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The Cardinals can only hope they end up having the same kind of success this coming season that they ultimately enjoyed back in 2008, which is the last time they had a battle this wide open entering training camp for the starting QB job.
As is expected to be the case this offseason — with Kevin Kolb widely considered a slight favorite for now over strong-armed John Skelton — it wasn’t until relatively deep into the 2008 preseason when veteran Kurt Warner was officially named the starter over former first-round draft pick Matt Leinart. The rest, of course, is history, with a brilliant 2008 campaign by Warner, culminated by a last-second Super Bowl loss to the Steelers, ending up being primarily responsible for a season for the ages in the desert.
After admitting earlier this offseason that he probably preferred that Kolb win the starting job based on the hefty price they paid for him (both in players and money), Cardinals head coach Ken Whisenhunt said that Skelton, who won six of the eight games in which he appeared last season, simply played too well when given the opportunity to not be granted a serious shot to beat Kolb out this summer.
“It’s a similar situation, in that it again figures to be well into the preseason before the starter is named, with both Kolb and Skelton expected to get a chance to start some games,” said one veteran team insider when asked to compare the Cards’ QB scenarios in 2008 and 2012. “What’s different, though, is that back in 2008, there was a lot more hope that good things could happen because of the way Warner came on the previous season after Leinart was hurt.”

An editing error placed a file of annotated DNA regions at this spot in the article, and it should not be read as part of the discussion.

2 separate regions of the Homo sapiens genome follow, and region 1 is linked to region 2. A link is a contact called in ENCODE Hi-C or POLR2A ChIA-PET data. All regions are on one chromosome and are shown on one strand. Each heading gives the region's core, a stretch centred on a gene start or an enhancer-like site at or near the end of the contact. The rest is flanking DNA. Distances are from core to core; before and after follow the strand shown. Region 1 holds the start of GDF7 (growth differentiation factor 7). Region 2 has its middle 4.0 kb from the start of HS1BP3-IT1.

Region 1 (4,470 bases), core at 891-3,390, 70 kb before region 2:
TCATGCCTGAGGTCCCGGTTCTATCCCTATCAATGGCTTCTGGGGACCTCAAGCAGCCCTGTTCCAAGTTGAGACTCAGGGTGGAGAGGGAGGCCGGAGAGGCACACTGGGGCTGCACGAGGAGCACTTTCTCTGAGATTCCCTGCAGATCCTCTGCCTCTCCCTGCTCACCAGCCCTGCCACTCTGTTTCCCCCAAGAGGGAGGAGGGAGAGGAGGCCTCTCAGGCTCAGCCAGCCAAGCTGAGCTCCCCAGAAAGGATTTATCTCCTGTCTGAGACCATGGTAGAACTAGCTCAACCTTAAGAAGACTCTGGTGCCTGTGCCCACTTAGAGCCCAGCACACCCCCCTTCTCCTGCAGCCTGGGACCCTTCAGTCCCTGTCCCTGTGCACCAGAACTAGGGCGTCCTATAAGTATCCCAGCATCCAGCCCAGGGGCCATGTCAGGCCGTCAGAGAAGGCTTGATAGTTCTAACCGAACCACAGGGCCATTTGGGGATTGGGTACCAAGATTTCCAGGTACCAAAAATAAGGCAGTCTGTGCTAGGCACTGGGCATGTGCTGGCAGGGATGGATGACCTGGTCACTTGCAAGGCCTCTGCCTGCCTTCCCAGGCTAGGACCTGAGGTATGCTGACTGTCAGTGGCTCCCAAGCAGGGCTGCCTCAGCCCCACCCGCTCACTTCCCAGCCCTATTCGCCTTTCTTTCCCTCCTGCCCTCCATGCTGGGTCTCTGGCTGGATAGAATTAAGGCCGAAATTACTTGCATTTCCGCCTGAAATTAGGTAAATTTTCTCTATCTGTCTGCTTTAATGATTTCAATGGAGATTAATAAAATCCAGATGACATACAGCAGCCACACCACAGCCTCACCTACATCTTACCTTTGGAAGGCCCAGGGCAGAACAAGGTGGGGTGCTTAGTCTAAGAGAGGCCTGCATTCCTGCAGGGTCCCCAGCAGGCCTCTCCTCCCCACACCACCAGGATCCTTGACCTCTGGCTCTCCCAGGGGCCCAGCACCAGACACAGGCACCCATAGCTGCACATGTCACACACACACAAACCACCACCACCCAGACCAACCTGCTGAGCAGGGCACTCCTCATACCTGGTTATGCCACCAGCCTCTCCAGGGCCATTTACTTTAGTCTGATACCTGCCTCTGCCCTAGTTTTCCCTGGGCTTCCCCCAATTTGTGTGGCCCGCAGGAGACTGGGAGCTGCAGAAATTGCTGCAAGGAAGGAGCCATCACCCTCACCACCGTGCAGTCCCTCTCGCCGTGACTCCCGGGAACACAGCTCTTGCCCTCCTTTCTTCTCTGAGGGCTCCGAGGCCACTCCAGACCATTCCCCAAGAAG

After replacing Leinart in 2007, Warner was 5-6 in 11 starts, including three wins in the final five games. He rifled three TD passes in each of the last four games and surpassed 300 yards passing in four of the last six games, beginning with a 484-yard effort in a 37-31 loss to the Niners.
“I’m not sure how much real hope there is with these guys (Kolb and Skelton),” the insider said. “We all saw the problems Kolb had last season. And, to be honest, Skelton really benefited more than anything from a rejuvenated defense that carried the team.”